17. Amy, so glad you posted. I have been homeschooling my daughter for 5 yrs. (I would have done it the whole time if I could have but that is another story) she just finished her Sophomore yr in High School. You are not alone. I am tired of everyone looking at me like I am abusing my child by not sending her to a “regular” school. She is took the exit exams (for graduating high school) this year and missed 2 or fewer questions on each one. She is confidant and brilliant and doesn’t have any of those teenage rebellion problems. Homeschooling isn’t for everyone but for those of us that it fits it is a God send.

    Two others that homeschool and are vocal about it in the blogosphere are Rachel at Stitched in Color and Sally at Sally’s Angelworks. We are here for you if you need encouragement or resources.

  18. Great decision, Amy. Regarding the socialization aspect of your comments today, I couldn’t agree more. We learned the hard way before we homeschooled that the last people you want socializing your children are your children’s peers. What do they know about anything at that age? They are not in a position to help, guide or mentor anyone.

    Also, do your utmost to let criticism roll off your back. It will come, but it doesn’t matter because your decision comes from your heart and a deep commitment to do what’s best for your children. Failure is not possible in that equation.

    • Stitchery says:

      Terri- thanks for your kindness, as always. I’m so blessed to know you! PS- look for an email from me today about that curriculum! xo

  19. ylmommyx4 says:

    I applaud you for making this decision. This is just one more reason I am in awe of you. I say this from the bottom of my heart, I wish I could have a do over and be more like you when I was in my thirties. You are a beautiful role model for women everywhere and your children are blessed to have you so passionately on their side. I’m going to enjoy watching you journey through these next few years.

  20. Rita Pannenberg Thomas says:

    Amy, I know there will be many posts for you to read on this issue. However, as a pioneer homeschooling mom (1992-2005), your reasoning is sound and spot on. Our children are now 34, 39 and 27 and wonderful people, working hard and doing very well for themselves.
    If you keep in mind that we are training up our children for Eternity, then all else will fall in place. Love them and nurture them as you already are and enjoy the journey.

  21. Rita Pannenberg Thomas says:

    Errr..34, 30 & 27 years old.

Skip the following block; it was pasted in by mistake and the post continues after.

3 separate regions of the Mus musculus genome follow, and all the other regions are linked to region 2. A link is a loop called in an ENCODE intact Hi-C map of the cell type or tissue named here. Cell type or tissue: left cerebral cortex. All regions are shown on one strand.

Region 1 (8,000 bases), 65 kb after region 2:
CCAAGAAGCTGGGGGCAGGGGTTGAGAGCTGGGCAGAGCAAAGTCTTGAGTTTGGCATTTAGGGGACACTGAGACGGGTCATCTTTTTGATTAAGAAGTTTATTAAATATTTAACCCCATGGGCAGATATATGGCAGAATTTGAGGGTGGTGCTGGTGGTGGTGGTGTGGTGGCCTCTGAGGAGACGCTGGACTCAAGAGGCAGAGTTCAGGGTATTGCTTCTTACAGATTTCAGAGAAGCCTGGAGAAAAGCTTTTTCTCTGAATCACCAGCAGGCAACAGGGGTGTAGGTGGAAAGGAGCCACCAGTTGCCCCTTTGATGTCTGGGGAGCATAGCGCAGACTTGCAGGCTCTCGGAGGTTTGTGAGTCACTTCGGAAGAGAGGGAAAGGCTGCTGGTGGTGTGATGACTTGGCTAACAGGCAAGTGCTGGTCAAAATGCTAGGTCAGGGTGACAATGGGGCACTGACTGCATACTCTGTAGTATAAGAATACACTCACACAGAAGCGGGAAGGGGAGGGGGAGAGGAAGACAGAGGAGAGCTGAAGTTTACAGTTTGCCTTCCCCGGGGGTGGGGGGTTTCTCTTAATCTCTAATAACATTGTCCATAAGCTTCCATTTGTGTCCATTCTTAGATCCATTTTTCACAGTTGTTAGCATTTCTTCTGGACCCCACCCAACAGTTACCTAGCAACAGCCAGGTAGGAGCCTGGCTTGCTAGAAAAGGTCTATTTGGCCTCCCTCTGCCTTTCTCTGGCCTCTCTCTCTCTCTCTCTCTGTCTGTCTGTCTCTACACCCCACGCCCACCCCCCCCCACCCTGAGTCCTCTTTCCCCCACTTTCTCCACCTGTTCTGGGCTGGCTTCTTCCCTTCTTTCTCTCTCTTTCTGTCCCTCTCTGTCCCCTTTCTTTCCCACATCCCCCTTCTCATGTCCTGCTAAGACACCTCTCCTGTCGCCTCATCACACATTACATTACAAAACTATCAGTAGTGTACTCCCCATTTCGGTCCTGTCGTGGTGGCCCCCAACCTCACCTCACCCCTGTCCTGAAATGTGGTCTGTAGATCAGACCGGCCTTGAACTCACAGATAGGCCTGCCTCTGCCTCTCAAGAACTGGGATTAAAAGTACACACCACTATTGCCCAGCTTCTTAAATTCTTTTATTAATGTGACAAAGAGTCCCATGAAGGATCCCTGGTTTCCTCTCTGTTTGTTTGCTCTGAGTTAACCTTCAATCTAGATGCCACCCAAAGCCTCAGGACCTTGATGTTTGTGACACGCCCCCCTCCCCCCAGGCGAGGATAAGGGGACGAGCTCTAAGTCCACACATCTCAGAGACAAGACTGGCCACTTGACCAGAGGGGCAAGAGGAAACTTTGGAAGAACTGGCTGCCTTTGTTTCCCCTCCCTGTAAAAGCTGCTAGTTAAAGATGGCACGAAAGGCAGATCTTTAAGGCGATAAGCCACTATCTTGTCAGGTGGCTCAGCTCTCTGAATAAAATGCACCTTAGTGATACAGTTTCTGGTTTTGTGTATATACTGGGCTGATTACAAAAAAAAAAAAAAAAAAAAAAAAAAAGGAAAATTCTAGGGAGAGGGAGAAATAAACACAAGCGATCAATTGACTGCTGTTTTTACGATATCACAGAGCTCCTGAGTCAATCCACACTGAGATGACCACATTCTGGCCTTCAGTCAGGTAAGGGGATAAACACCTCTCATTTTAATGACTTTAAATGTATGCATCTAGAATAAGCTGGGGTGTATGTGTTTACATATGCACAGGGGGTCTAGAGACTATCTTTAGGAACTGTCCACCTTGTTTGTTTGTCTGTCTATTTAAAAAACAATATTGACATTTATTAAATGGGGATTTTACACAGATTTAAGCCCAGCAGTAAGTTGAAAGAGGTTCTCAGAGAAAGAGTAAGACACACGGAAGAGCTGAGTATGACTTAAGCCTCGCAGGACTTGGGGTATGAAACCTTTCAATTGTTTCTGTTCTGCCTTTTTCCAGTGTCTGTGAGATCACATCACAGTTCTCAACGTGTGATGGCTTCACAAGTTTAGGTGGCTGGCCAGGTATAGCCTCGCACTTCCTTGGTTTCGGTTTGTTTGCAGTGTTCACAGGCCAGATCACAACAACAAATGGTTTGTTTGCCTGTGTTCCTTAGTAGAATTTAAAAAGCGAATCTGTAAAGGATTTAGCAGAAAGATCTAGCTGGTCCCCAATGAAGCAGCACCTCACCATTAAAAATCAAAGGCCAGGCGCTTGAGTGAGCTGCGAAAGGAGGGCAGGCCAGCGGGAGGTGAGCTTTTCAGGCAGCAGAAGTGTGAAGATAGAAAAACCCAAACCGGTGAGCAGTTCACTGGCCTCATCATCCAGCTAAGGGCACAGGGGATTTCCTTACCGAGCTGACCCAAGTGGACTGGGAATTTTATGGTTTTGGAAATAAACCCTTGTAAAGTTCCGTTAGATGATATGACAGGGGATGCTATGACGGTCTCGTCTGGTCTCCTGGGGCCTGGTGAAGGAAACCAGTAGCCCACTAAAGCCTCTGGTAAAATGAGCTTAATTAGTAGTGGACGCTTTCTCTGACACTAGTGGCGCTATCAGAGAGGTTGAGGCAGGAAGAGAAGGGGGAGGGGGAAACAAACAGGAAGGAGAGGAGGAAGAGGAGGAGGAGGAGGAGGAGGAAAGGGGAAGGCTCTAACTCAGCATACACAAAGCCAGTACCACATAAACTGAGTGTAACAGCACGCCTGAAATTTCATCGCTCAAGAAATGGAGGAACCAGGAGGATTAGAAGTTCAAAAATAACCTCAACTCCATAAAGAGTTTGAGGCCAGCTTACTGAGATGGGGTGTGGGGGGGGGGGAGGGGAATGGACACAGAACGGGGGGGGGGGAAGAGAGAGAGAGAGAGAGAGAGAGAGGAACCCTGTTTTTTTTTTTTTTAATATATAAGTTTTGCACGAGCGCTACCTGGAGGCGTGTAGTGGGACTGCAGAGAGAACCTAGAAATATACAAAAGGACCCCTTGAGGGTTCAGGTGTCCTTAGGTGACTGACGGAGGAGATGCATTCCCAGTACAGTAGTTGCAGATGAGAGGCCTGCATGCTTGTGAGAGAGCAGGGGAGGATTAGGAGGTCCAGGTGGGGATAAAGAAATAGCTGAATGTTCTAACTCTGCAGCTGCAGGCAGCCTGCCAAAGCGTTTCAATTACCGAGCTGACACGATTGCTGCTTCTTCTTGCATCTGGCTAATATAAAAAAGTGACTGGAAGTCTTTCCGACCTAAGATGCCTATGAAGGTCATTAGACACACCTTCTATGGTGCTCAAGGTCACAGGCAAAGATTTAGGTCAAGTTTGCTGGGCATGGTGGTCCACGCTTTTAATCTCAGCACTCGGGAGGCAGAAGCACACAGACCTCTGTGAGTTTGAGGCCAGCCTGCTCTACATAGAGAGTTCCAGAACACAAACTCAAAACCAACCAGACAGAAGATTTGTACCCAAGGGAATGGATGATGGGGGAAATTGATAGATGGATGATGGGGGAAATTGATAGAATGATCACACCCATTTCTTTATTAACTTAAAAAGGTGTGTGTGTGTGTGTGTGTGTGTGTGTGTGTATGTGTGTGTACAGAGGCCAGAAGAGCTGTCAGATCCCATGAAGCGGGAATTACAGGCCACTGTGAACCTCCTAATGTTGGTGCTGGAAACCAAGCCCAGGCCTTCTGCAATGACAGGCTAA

22. cynthianelson97 says:

    Good for you! Every family needs to do what is right for them, which is not always the same thing. I applaud you on making the decision which works for your family!!

  23. Thanks for sharing! You and your husband are awesome parents!

  24. Hey Amy, YAHOO! I see both sides of homeschooling vs. brick and mortar school – each parent just needs to find the right fit for their family. I have schooled both kids since K and when Addison got cancer it was a blessing since he was so sick so we could school on days he was well. I use COLORADO Virtual Academy and love that I have teachers who teach online classes and guide me. Did you know that your kids can still participate in your local school’s social activities? Sports, theater, etc. Have a blast! Mine are going into grades 5 and 7 and they are very social with lots of extracurricular fun.

  25. Karen H says:

    I am a mother of an 18 year old daughter who just graduated Summa Cum Laude from high school, having taking a very rigorous curriculum of AP and honors courses, all through our wonderful public schools! Granted, I was fearful of her going to such a large high school, terrified of her being mixed with those that might not share our same set of values, beliefs, etc. Attending a school that is so filled with gangs, that police officers are on campus. We couldn’t afford private school and home schooling was not an option for us for several factors. First, my health would not have provided the strength to home school, but more importantly, I felt that I could not provide her the broad exposure that she would receive in attending school with those coming from all walks of life. I think we can learn not only from those around us that portray the “good”, but also those that show us “how not to act”. Looking back, I wouldn’t change it for a moment. I had the faith that no matter where she went, our family beliefs would carry her through those decisions that she would face. After receiving acceptance letters from several prestigious universities, she is now preparing to leave home to carry out her dreams of becoming a doctor. As my only child, this will not be easy to let her “leave the nest”, but I know that as her parent, this is what she must do and I must let her, without guilt and fear of losing her.

    Yes, I am fearful that she will meet a boy, marry and live away from her childhood home. This may happen. If it does however, I know she will be okay, for we’ve given her the foundation, provided her with exposure & opportunity, and know that she is capable of making good choices that will take her far in life.